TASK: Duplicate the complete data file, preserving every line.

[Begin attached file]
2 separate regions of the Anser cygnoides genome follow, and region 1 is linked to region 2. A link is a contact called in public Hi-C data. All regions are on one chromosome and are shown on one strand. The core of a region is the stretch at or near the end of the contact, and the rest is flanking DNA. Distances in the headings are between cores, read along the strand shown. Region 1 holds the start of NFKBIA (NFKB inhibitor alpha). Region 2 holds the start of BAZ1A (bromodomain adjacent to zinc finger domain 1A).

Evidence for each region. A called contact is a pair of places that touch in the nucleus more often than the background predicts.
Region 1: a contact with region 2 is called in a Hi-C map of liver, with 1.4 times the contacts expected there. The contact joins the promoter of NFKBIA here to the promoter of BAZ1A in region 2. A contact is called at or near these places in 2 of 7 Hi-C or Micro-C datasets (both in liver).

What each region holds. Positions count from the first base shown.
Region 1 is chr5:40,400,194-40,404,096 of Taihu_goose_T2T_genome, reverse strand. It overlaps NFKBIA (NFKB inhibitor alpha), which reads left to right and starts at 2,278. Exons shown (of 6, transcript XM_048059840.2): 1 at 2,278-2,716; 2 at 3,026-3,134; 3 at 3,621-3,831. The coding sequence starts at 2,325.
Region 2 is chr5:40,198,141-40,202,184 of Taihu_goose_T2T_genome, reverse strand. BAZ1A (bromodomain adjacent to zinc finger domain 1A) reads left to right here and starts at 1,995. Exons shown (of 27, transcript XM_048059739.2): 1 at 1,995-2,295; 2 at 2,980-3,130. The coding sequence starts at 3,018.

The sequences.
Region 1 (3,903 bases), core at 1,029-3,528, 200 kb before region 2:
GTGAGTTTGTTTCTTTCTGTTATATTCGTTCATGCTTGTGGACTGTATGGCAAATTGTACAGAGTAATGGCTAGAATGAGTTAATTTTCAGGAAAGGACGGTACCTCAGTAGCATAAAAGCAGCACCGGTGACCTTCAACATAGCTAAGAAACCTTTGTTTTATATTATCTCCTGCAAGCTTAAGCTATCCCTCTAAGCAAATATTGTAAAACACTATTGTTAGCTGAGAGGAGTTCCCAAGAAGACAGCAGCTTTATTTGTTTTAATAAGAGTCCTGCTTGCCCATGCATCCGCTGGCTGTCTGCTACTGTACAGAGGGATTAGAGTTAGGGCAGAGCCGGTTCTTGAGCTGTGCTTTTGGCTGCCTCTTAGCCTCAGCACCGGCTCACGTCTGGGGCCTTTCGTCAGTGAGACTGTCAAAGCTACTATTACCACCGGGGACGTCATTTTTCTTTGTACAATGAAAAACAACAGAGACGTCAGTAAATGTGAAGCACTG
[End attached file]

2 separate regions of the Anser cygnoides genome follow, and region 1 is linked to region 2. A link is a contact called in public Hi-C data. All regions are on one chromosome and are shown on one strand. The core of a region is the stretch at or near the end of the contact, and the rest is flanking DNA. Distances in the headings are between cores, read along the strand shown. Region 1 holds the start of NFKBIA (NFKB inhibitor alpha). Region 2 holds the start of BAZ1A (bromodomain adjacent to zinc finger domain 1A).

Evidence for each region. A called contact is a pair of places that touch in the nucleus more often than the background predicts.
Region 1: a contact with region 2 is called in a Hi-C map of liver, with 1.4 times the contacts expected there. The contact joins the promoter of NFKBIA here to the promoter of BAZ1A in region 2. A contact is called at or near these places in 2 of 7 Hi-C or Micro-C datasets (both in liver).

What each region holds. Positions count from the first base shown.
Region 1 is chr5:40,400,194-40,404,096 of Taihu_goose_T2T_genome, reverse strand. It overlaps NFKBIA (NFKB inhibitor alpha), which reads left to right and starts at 2,278. Exons shown (of 6, transcript XM_048059840.2): 1 at 2,278-2,716; 2 at 3,026-3,134; 3 at 3,621-3,831. The coding sequence starts at 2,325.
Region 2 is chr5:40,198,141-40,202,184 of Taihu_goose_T2T_genome, reverse strand. BAZ1A (bromodomain adjacent to zinc finger domain 1A) reads left to right here and starts at 1,995. Exons shown (of 27, transcript XM_048059739.2): 1 at 1,995-2,295; 2 at 2,980-3,130. The coding sequence starts at 3,018.

The sequences.
Region 1 (3,903 bases), core at 1,029-3,528, 200 kb before region 2:
GTGAGTTTGTTTCTTTCTGTTATATTCGTTCATGCTTGTGGACTGTATGGCAAATTGTACAGAGTAATGGCTAGAATGAGTTAATTTTCAGGAAAGGACGGTACCTCAGTAGCATAAAAGCAGCACCGGTGACCTTCAACATAGCTAAGAAACCTTTGTTTTATATTATCTCCTGCAAGCTTAAGCTATCCCTCTAAGCAAATATTGTAAAACACTATTGTTAGCTGAGAGGAGTTCCCAAGAAGACAGCAGCTTTATTTGTTTTAATAAGAGTCCTGCTTGCCCATGCATCCGCTGGCTGTCTGCTACTGTACAGAGGGATTAGAGTTAGGGCAGAGCCGGTTCTTGAGCTGTGCTTTTGGCTGCCTCTTAGCCTCAGCACCGGCTCACGTCTGGGGCCTTTCGTCAGTGAGACTGTCAAAGCTACTATTACCACCGGGGACGTCATTTTTCTTTGTACAATGAAAAACAACAGAGACGTCAGTAAATGTGAAGCACTG